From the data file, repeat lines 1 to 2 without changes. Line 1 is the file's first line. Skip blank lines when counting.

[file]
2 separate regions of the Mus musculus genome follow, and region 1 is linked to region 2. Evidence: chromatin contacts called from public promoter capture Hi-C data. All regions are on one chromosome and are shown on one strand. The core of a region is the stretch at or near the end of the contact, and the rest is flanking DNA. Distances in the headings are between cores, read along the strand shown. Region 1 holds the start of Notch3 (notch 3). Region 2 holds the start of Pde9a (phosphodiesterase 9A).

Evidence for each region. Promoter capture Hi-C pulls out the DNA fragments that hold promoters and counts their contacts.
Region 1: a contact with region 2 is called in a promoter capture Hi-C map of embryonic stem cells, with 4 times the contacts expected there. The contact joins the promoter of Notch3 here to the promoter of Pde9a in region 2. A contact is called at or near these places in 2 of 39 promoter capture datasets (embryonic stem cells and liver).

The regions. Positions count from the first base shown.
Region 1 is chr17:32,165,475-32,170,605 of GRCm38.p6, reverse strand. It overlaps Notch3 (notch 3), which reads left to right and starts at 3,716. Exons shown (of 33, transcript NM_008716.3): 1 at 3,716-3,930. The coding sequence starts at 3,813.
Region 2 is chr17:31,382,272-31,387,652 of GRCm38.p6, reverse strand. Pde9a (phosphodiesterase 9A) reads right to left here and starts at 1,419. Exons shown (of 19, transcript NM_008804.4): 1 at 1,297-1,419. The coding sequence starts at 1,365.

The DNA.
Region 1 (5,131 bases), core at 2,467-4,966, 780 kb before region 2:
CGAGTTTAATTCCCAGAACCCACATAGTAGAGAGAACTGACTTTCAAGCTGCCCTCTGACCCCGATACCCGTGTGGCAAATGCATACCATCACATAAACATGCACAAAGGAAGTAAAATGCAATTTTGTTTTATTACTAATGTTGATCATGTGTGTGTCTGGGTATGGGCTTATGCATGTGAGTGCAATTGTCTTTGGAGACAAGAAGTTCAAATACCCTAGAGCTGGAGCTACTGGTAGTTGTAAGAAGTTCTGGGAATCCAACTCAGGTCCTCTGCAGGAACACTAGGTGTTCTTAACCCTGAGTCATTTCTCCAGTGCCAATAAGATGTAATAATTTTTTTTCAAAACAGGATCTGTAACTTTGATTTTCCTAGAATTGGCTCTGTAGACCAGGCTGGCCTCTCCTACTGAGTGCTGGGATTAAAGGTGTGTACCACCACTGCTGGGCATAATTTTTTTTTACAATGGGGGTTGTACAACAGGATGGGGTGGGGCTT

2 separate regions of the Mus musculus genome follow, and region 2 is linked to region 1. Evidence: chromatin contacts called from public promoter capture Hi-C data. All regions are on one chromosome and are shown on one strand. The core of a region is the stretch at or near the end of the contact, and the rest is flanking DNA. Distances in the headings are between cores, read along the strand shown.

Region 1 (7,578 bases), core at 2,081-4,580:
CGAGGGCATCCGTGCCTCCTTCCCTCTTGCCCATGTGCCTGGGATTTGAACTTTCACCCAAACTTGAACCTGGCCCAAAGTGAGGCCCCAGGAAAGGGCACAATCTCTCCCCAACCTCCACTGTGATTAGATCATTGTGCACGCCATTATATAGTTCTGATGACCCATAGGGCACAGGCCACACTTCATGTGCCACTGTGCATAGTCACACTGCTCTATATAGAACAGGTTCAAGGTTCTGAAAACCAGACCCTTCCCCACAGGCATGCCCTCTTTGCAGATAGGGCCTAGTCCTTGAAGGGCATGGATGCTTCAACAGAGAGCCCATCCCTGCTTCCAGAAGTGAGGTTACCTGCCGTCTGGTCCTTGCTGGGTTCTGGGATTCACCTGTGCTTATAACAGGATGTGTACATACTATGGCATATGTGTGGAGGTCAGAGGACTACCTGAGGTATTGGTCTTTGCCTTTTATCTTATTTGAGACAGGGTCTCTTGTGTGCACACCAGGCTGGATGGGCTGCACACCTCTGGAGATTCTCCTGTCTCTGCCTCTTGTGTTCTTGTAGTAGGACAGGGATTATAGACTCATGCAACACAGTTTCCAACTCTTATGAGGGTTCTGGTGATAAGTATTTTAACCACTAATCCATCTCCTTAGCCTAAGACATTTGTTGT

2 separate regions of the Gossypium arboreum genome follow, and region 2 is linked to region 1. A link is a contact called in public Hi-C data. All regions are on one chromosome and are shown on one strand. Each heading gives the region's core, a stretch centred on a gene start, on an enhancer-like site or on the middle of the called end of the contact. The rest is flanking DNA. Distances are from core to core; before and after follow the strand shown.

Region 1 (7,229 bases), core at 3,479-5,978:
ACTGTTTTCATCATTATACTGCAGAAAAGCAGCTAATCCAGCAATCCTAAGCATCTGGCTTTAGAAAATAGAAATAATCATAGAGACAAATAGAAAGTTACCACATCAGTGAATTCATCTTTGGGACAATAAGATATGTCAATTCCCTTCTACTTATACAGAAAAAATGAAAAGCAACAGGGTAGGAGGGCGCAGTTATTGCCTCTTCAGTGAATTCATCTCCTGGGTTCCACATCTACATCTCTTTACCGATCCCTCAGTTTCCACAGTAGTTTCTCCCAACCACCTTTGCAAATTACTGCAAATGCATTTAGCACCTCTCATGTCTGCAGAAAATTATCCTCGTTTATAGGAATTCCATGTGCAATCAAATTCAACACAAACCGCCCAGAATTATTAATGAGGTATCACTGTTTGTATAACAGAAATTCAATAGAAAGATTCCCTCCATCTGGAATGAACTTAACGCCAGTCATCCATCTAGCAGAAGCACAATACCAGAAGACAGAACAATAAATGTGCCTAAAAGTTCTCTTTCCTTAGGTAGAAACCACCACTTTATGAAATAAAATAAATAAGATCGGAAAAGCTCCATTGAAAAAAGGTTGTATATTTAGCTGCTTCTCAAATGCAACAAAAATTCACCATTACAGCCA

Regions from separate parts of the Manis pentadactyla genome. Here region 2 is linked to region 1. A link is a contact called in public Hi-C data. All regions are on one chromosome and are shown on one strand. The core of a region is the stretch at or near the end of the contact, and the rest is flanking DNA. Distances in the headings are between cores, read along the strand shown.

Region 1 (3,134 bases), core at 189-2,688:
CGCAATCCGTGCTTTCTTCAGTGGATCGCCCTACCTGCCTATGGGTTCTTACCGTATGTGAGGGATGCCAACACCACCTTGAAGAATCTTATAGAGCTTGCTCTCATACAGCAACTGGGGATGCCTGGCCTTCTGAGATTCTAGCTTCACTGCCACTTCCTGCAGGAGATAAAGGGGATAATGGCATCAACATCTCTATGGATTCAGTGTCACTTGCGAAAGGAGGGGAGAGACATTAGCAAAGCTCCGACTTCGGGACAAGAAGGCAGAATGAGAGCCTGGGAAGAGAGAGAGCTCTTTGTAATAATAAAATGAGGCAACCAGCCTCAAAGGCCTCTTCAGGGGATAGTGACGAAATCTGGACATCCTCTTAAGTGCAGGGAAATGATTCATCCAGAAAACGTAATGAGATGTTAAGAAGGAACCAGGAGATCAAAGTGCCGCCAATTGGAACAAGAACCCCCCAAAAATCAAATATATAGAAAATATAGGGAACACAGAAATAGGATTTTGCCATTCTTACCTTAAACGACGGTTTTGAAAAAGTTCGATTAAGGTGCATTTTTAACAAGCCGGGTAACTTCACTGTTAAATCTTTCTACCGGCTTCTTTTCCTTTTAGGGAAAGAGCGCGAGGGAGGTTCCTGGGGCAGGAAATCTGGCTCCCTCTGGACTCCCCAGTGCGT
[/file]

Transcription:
2 separate regions of the Mus musculus genome follow, and region 1 is linked to region 2. Evidence: chromatin contacts called from public promoter capture Hi-C data. All regions are on one chromosome and are shown on one strand. The core of a region is the stretch at or near the end of the contact, and the rest is flanking DNA. Distances in the headings are between cores, read along the strand shown. Region 1 holds the start of Notch3 (notch 3). Region 2 holds the start of Pde9a (phosphodiesterase 9A).

Evidence for each region. Promoter capture Hi-C pulls out the DNA fragments that hold promoters and counts their contacts.